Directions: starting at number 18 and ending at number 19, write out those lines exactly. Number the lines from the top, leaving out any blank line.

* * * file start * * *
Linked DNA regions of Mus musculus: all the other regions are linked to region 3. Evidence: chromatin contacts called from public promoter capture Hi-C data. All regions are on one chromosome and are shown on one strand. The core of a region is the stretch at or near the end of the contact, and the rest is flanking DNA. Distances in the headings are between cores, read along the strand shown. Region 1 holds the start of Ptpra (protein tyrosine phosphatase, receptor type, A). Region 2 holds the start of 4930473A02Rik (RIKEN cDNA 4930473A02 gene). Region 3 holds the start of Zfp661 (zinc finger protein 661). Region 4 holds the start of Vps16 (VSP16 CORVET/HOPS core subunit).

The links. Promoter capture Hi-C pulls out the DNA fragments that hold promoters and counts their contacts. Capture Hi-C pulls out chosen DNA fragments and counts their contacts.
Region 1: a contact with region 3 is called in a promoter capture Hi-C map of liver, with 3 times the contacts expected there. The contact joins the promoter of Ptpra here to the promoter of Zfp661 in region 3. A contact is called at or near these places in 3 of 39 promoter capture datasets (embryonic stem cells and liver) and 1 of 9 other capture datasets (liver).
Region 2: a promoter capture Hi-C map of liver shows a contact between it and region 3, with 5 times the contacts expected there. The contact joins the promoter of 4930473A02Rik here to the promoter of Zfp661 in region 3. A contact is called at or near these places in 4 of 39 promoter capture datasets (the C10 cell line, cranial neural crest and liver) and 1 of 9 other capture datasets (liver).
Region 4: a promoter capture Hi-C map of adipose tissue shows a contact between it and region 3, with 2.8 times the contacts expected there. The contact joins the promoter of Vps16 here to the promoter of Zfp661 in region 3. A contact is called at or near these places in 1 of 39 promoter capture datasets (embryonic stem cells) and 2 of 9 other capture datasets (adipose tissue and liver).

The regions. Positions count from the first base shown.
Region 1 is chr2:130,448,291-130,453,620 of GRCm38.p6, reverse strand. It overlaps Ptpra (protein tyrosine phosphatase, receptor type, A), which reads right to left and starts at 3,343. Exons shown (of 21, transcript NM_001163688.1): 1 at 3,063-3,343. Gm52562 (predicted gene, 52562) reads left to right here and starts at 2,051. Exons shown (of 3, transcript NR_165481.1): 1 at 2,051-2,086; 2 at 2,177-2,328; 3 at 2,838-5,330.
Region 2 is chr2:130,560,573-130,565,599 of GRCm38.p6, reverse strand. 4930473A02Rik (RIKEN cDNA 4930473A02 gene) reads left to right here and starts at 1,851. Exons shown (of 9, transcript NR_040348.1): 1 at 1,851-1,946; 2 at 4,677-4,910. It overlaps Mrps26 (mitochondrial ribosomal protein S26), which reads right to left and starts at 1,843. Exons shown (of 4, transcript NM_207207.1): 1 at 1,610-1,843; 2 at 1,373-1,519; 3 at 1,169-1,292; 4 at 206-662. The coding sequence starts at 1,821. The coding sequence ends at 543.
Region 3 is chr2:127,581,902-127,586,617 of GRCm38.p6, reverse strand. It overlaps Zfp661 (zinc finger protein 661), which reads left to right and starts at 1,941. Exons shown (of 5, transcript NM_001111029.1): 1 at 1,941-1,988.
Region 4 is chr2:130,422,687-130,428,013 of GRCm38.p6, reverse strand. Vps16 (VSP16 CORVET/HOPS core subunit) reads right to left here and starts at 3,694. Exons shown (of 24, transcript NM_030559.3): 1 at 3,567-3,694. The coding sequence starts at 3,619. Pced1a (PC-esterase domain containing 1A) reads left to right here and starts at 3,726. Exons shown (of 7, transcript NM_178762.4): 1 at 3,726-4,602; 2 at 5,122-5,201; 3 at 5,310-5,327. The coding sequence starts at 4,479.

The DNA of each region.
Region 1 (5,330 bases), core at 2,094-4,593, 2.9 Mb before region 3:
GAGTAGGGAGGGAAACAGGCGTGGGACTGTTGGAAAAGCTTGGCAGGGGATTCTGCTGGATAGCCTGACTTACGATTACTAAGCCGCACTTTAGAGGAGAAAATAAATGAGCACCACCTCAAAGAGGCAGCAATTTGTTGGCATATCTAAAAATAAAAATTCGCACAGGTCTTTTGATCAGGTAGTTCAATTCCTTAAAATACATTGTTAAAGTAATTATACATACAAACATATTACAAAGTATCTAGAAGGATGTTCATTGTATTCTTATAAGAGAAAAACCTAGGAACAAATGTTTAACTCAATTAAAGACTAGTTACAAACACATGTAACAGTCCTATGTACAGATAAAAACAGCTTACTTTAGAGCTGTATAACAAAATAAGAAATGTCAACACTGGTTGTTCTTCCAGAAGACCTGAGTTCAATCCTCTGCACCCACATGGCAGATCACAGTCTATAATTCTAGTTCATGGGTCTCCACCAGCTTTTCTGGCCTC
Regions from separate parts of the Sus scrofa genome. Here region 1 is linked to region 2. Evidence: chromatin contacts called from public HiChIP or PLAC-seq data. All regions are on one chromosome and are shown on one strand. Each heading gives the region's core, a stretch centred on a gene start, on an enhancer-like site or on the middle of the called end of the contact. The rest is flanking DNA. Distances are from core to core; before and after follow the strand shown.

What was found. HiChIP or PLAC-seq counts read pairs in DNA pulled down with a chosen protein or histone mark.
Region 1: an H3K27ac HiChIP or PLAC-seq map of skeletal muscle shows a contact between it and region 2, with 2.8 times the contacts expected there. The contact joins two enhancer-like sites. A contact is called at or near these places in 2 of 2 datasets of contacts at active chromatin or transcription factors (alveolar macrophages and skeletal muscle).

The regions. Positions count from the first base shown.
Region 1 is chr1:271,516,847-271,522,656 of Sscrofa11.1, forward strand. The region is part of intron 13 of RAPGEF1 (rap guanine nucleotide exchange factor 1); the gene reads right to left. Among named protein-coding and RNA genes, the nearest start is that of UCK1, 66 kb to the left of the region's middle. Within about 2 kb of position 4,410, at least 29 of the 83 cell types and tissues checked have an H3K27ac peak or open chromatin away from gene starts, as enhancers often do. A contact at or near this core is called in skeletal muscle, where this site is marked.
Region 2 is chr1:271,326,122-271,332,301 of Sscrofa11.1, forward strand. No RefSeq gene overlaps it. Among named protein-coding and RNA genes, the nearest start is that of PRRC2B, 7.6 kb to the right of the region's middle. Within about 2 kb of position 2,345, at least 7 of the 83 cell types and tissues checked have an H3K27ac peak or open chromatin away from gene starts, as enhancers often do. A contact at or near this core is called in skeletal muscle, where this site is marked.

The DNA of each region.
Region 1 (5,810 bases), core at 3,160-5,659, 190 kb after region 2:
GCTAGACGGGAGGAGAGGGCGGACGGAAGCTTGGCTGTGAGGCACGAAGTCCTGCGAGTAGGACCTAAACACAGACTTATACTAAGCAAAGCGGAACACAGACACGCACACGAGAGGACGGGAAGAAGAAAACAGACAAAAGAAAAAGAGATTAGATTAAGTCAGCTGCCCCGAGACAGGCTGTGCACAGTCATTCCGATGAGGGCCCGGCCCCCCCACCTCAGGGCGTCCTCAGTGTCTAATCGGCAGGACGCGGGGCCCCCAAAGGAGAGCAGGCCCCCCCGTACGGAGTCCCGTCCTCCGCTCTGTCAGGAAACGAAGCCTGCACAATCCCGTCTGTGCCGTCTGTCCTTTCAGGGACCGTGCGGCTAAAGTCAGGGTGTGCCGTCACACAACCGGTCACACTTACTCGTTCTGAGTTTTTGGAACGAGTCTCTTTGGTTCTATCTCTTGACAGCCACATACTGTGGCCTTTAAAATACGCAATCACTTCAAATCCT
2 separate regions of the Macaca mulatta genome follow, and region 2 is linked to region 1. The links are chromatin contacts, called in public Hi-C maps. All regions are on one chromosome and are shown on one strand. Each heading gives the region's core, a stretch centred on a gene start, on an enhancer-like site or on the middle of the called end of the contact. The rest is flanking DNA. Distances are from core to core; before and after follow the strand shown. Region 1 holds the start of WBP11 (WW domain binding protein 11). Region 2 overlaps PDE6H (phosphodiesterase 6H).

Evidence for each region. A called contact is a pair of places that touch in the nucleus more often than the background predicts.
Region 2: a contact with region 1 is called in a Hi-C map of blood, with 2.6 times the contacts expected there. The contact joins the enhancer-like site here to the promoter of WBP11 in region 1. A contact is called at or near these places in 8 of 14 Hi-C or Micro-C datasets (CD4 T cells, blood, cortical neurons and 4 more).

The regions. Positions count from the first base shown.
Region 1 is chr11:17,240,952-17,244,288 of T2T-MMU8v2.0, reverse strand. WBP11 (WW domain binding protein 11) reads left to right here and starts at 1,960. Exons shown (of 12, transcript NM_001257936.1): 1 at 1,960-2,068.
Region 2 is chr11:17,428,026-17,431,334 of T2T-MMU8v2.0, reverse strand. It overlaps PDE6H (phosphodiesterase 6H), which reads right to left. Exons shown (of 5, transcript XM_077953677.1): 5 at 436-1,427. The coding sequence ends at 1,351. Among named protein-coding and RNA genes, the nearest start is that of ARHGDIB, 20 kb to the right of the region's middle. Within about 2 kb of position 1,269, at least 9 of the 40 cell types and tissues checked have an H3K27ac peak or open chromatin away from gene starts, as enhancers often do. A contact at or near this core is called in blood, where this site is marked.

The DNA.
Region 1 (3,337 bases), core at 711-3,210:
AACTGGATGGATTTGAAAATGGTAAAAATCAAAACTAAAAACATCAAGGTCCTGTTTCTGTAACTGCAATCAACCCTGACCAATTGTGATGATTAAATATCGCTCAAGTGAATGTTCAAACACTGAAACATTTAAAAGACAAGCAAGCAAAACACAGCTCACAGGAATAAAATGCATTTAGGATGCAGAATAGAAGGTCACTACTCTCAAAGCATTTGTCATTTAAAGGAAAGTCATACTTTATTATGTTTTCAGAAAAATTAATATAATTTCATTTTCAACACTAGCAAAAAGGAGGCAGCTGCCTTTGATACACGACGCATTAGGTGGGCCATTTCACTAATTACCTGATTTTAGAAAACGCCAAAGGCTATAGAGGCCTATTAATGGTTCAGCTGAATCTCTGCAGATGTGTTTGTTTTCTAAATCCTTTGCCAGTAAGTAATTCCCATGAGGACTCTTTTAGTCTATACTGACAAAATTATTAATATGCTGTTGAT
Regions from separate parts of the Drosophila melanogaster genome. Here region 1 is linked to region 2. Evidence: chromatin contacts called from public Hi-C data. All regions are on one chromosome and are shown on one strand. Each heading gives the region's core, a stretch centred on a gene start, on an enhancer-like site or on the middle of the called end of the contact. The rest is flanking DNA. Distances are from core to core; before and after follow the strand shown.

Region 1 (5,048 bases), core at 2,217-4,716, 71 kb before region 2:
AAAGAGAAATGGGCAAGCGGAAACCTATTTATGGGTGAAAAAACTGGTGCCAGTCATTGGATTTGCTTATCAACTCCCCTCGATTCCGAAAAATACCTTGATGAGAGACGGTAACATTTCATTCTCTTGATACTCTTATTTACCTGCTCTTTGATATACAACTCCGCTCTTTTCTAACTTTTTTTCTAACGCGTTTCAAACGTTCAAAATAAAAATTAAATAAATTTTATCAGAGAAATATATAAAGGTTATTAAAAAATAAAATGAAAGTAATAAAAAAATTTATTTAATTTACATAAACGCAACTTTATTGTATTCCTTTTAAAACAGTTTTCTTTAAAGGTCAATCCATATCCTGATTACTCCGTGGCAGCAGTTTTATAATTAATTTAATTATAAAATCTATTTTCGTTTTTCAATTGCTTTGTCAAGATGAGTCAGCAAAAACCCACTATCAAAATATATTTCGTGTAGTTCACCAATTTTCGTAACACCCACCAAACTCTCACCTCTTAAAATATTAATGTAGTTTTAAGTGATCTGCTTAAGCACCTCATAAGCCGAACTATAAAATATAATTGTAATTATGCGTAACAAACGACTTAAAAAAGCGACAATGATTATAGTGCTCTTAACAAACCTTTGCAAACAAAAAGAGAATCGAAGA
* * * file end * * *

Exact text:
Region 1 is chr1:271,516,847-271,522,656 of Sscrofa11.1, forward strand. The region is part of intron 13 of RAPGEF1 (rap guanine nucleotide exchange factor 1); the gene reads right to left. Among named protein-coding and RNA genes, the nearest start is that of UCK1, 66 kb to the left of the region's middle. Within about 2 kb of position 4,410, at least 29 of the 83 cell types and tissues checked have an H3K27ac peak or open chromatin away from gene starts, as enhancers often do. A contact at or near this core is called in skeletal muscle, where this site is marked.
Region 2 is chr1:271,326,122-271,332,301 of Sscrofa11.1, forward strand. No RefSeq gene overlaps it. Among named protein-coding and RNA genes, the nearest start is that of PRRC2B, 7.6 kb to the right of the region's middle. Within about 2 kb of position 2,345, at least 7 of the 83 cell types and tissues checked have an H3K27ac peak or open chromatin away from gene starts, as enhancers often do. A contact at or near this core is called in skeletal muscle, where this site is marked.